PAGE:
Cugoano was born around 1757 in the Fante village of Agimaque or Ajumako in what is now Ghana. When he was a teenager he was kidnapped, sold, and transported to Grenada. His youth was spent as a shackled child labourer, and when he came to England in 1772 with the plantation owner Alexander Johnson, Cugoano swiftly sought baptism (though, contrary to what many believed, baptism did not legally result in liberation from enslavement or prevent the one baptised being enslaved again). He was baptised with the name John Stuart.
The next record of Cugoano is as a servant in the Pall Mall home of the artists Maria and Richard Cosway, and one of the only known images of Cugoano is from this period. William Blake, who was also aware of Cugoano’s work, also has a strong connection to St James’s Piccadilly, as he too was baptised in the same font as Cugoano and they were exact contemporaries.
Richard and Maria Cosway, and Ottobah Cugoano, 1784 (detail)
In the 1780s Cugoano joined forces with the Sons of Africa to fight for abolition and campaign on behalf of enslaved people whose lives were violently dehumanised in Africa, the Caribbean, and Britain. As part of a small and influential group including Olaudah Equiano and James Albert Ukawsaw Gronniosaw, Cugoano argued that liberation from enslavement was a necessary task held both by enslaved people and their masters.
Everyone, Cugoano asserted, has agency and power from within their own experience and circumstances, and can act in their own way to move towards life lived to the full as people made in the image of God. He believed that Christianity was, far from an obstacle to liberation, a necessary condition for liberation, and called strongly for conversion.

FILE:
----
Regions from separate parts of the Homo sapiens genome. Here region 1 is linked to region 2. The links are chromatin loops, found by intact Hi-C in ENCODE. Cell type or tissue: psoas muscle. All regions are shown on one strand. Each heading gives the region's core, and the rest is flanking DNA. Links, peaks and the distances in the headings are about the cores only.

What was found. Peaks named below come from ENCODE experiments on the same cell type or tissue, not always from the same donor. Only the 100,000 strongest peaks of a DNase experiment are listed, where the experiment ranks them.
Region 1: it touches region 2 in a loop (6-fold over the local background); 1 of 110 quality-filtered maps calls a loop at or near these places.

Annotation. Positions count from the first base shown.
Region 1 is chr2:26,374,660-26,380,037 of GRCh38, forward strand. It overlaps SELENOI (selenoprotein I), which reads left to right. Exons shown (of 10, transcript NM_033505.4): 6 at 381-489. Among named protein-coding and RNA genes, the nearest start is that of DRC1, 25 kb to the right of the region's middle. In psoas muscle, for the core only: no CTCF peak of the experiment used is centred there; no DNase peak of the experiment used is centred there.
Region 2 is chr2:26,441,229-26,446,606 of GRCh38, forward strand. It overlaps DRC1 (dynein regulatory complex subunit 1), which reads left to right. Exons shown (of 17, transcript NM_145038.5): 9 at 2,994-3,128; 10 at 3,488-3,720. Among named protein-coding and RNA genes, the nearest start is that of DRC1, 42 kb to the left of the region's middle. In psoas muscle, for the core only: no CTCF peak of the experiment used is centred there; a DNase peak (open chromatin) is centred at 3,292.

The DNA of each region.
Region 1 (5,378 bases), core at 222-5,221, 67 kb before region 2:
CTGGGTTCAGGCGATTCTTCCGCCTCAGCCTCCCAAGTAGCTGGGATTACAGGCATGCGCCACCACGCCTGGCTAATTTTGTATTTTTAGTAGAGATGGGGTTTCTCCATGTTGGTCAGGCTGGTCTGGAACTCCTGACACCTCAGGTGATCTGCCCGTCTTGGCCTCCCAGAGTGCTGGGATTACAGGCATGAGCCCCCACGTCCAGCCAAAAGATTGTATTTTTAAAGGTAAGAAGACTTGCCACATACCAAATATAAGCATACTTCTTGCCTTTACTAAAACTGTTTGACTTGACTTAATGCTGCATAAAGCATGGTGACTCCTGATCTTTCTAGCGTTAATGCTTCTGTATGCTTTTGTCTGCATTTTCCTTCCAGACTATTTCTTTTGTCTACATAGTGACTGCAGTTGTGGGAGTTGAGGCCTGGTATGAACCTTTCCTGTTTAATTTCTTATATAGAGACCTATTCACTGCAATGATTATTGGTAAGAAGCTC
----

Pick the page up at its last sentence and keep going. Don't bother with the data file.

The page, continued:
The Interesting Narrative of the Life of Olaudah Equiano, or Gustavus Vassa, the African. c. 1789
In Christian practice, to be baptised is to find our resting place in God. Baptism is where we come to remember who we are, that we are known, that our divine creator calls us in love and calls us by name. This does not change whether we have been baptised as children, when the decision was made for us, or later in life, when we could make the decision for ourselves.
Baptism brings together potential and promise in an occasion rich in symbolism: at baptism, we have oil for anointing, water for the baptism itself, and the light of the baptismal candle given at the end of the service to show the world that something quite momentous has happened both inside us and beyond. Theologically, Christians say that baptism is a sacrament, and this is often defined as ‘an outward and visible sign of an inward and spiritual grace’. While an officiant is helpful, the key thing to remember is that baptism is the work of the Holy Spirit. As adults who choose to be baptised, there is the opportunity to reset and recognise that things can be made new, that things do not need to be as they were. Baptism tells us that there is a story in which we are written, and that this story is love, and that this love is a constant invitation. It’s a bit like waking up every day warm in the winter and cool in the summer. Baptism gives us just the right temperature in which to root ourselves, and in which we can choose to explore our flourishing and the potential of our positioning as loved beings, made in love and for love.